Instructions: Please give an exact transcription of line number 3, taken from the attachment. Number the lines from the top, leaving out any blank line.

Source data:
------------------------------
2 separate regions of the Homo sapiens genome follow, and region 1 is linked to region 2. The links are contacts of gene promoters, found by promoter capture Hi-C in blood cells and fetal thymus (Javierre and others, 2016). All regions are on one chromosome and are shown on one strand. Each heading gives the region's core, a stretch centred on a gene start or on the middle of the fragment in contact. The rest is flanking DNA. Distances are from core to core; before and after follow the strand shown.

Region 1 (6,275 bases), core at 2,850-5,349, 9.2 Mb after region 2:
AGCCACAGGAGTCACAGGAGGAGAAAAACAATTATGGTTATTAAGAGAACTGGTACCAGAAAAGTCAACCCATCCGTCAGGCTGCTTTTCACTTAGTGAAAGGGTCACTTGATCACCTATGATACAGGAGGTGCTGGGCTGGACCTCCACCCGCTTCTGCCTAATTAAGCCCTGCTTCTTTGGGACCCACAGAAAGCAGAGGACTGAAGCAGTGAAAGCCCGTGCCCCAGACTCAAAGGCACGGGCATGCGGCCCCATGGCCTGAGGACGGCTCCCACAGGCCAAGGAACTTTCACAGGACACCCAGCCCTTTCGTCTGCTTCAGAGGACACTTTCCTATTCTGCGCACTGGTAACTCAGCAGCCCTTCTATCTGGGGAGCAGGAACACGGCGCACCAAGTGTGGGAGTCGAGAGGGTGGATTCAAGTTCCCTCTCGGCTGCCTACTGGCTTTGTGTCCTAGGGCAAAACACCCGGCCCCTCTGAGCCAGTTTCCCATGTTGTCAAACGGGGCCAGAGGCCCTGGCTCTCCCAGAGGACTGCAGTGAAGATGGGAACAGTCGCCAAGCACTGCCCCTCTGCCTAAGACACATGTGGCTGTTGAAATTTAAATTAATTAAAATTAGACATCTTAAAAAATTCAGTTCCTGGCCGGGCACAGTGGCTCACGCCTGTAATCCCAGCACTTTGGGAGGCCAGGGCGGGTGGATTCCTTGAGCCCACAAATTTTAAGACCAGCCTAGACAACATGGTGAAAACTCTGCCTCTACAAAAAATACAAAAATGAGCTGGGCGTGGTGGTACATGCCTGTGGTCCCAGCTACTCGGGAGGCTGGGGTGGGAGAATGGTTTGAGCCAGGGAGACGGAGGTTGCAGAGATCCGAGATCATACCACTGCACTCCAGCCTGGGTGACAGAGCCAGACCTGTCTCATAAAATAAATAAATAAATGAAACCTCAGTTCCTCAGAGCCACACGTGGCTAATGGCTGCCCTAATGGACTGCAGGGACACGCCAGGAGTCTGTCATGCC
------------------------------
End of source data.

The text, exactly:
AGCCACAGGAGTCACAGGAGGAGAAAAACAATTATGGTTATTAAGAGAACTGGTACCAGAAAAGTCAACCCATCCGTCAGGCTGCTTTTCACTTAGTGAAAGGGTCACTTGATCACCTATGATACAGGAGGTGCTGGGCTGGACCTCCACCCGCTTCTGCCTAATTAAGCCCTGCTTCTTTGGGACCCACAGAAAGCAGAGGACTGAAGCAGTGAAAGCCCGTGCCCCAGACTCAAAGGCACGGGCATGCGGCCCCATGGCCTGAGGACGGCTCCCACAGGCCAAGGAACTTTCACAGGACACCCAGCCCTTTCGTCTGCTTCAGAGGACACTTTCCTATTCTGCGCACTGGTAACTCAGCAGCCCTTCTATCTGGGGAGCAGGAACACGGCGCACCAAGTGTGGGAGTCGAGAGGGTGGATTCAAGTTCCCTCTCGGCTGCCTACTGGCTTTGTGTCCTAGGGCAAAACACCCGGCCCCTCTGAGCCAGTTTCCCATGTTGTCAAACGGGGCCAGAGGCCCTGGCTCTCCCAGAGGACTGCAGTGAAGATGGGAACAGTCGCCAAGCACTGCCCCTCTGCCTAAGACACATGTGGCTGTTGAAATTTAAATTAATTAAAATTAGACATCTTAAAAAATTCAGTTCCTGGCCGGGCACAGTGGCTCACGCCTGTAATCCCAGCACTTTGGGAGGCCAGGGCGGGTGGATTCCTTGAGCCCACAAATTTTAAGACCAGCCTAGACAACATGGTGAAAACTCTGCCTCTACAAAAAATACAAAAATGAGCTGGGCGTGGTGGTACATGCCTGTGGTCCCAGCTACTCGGGAGGCTGGGGTGGGAGAATGGTTTGAGCCAGGGAGACGGAGGTTGCAGAGATCCGAGATCATACCACTGCACTCCAGCCTGGGTGACAGAGCCAGACCTGTCTCATAAAATAAATAAATAAATGAAACCTCAGTTCCTCAGAGCCACACGTGGCTAATGGCTGCCCTAATGGACTGCAGGGACACGCCAGGAGTCTGTCATGCC